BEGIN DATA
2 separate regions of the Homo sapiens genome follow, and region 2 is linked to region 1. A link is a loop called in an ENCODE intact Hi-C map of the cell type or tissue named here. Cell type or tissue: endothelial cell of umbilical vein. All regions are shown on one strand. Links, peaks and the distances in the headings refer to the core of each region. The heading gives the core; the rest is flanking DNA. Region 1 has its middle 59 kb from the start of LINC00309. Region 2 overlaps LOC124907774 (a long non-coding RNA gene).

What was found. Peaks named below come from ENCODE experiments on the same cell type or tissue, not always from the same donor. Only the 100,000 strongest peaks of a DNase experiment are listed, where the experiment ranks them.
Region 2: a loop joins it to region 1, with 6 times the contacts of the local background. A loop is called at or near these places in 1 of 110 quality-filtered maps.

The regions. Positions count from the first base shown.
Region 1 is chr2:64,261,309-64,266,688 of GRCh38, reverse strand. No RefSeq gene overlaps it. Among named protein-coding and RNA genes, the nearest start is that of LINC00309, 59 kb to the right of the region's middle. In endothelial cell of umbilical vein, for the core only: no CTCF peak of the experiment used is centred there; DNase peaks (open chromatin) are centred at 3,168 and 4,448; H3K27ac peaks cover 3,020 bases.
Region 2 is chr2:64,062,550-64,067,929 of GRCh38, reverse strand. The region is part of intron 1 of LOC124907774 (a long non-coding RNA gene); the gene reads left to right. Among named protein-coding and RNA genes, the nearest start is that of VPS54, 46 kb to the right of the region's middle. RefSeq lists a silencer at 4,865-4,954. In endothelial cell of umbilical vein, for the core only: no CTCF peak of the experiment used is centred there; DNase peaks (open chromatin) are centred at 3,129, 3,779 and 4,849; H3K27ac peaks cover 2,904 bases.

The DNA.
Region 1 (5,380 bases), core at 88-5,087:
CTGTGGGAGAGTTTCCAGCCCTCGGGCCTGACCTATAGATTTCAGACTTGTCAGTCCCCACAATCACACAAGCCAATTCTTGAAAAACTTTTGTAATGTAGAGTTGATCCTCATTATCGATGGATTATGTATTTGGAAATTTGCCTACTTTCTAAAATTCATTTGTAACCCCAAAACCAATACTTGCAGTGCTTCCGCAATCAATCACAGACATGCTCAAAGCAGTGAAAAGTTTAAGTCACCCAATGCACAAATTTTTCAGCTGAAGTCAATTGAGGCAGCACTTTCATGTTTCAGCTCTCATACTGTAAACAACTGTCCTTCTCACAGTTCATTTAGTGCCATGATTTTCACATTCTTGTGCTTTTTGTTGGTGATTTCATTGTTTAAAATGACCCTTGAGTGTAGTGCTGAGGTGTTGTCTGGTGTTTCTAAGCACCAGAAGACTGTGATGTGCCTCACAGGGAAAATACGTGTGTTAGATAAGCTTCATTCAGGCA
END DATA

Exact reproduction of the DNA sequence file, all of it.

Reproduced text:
2 separate regions of the Homo sapiens genome follow, and region 2 is linked to region 1. A link is a loop called in an ENCODE intact Hi-C map of the cell type or tissue named here. Cell type or tissue: endothelial cell of umbilical vein. All regions are shown on one strand. Links, peaks and the distances in the headings refer to the core of each region. The heading gives the core; the rest is flanking DNA. Region 1 has its middle 59 kb from the start of LINC00309. Region 2 overlaps LOC124907774 (a long non-coding RNA gene).

What was found. Peaks named below come from ENCODE experiments on the same cell type or tissue, not always from the same donor. Only the 100,000 strongest peaks of a DNase experiment are listed, where the experiment ranks them.
Region 2: a loop joins it to region 1, with 6 times the contacts of the local background. A loop is called at or near these places in 1 of 110 quality-filtered maps.

The regions. Positions count from the first base shown.
Region 1 is chr2:64,261,309-64,266,688 of GRCh38, reverse strand. No RefSeq gene overlaps it. Among named protein-coding and RNA genes, the nearest start is that of LINC00309, 59 kb to the right of the region's middle. In endothelial cell of umbilical vein, for the core only: no CTCF peak of the experiment used is centred there; DNase peaks (open chromatin) are centred at 3,168 and 4,448; H3K27ac peaks cover 3,020 bases.
Region 2 is chr2:64,062,550-64,067,929 of GRCh38, reverse strand. The region is part of intron 1 of LOC124907774 (a long non-coding RNA gene); the gene reads left to right. Among named protein-coding and RNA genes, the nearest start is that of VPS54, 46 kb to the right of the region's middle. RefSeq lists a silencer at 4,865-4,954. In endothelial cell of umbilical vein, for the core only: no CTCF peak of the experiment used is centred there; DNase peaks (open chromatin) are centred at 3,129, 3,779 and 4,849; H3K27ac peaks cover 2,904 bases.

The DNA.
Region 1 (5,380 bases), core at 88-5,087:
CTGTGGGAGAGTTTCCAGCCCTCGGGCCTGACCTATAGATTTCAGACTTGTCAGTCCCCACAATCACACAAGCCAATTCTTGAAAAACTTTTGTAATGTAGAGTTGATCCTCATTATCGATGGATTATGTATTTGGAAATTTGCCTACTTTCTAAAATTCATTTGTAACCCCAAAACCAATACTTGCAGTGCTTCCGCAATCAATCACAGACATGCTCAAAGCAGTGAAAAGTTTAAGTCACCCAATGCACAAATTTTTCAGCTGAAGTCAATTGAGGCAGCACTTTCATGTTTCAGCTCTCATACTGTAAACAACTGTCCTTCTCACAGTTCATTTAGTGCCATGATTTTCACATTCTTGTGCTTTTTGTTGGTGATTTCATTGTTTAAAATGACCCTTGAGTGTAGTGCTGAGGTGTTGTCTGGTGTTTCTAAGCACCAGAAGACTGTGATGTGCCTCACAGGGAAAATACGTGTGTTAGATAAGCTTCATTCAGGCA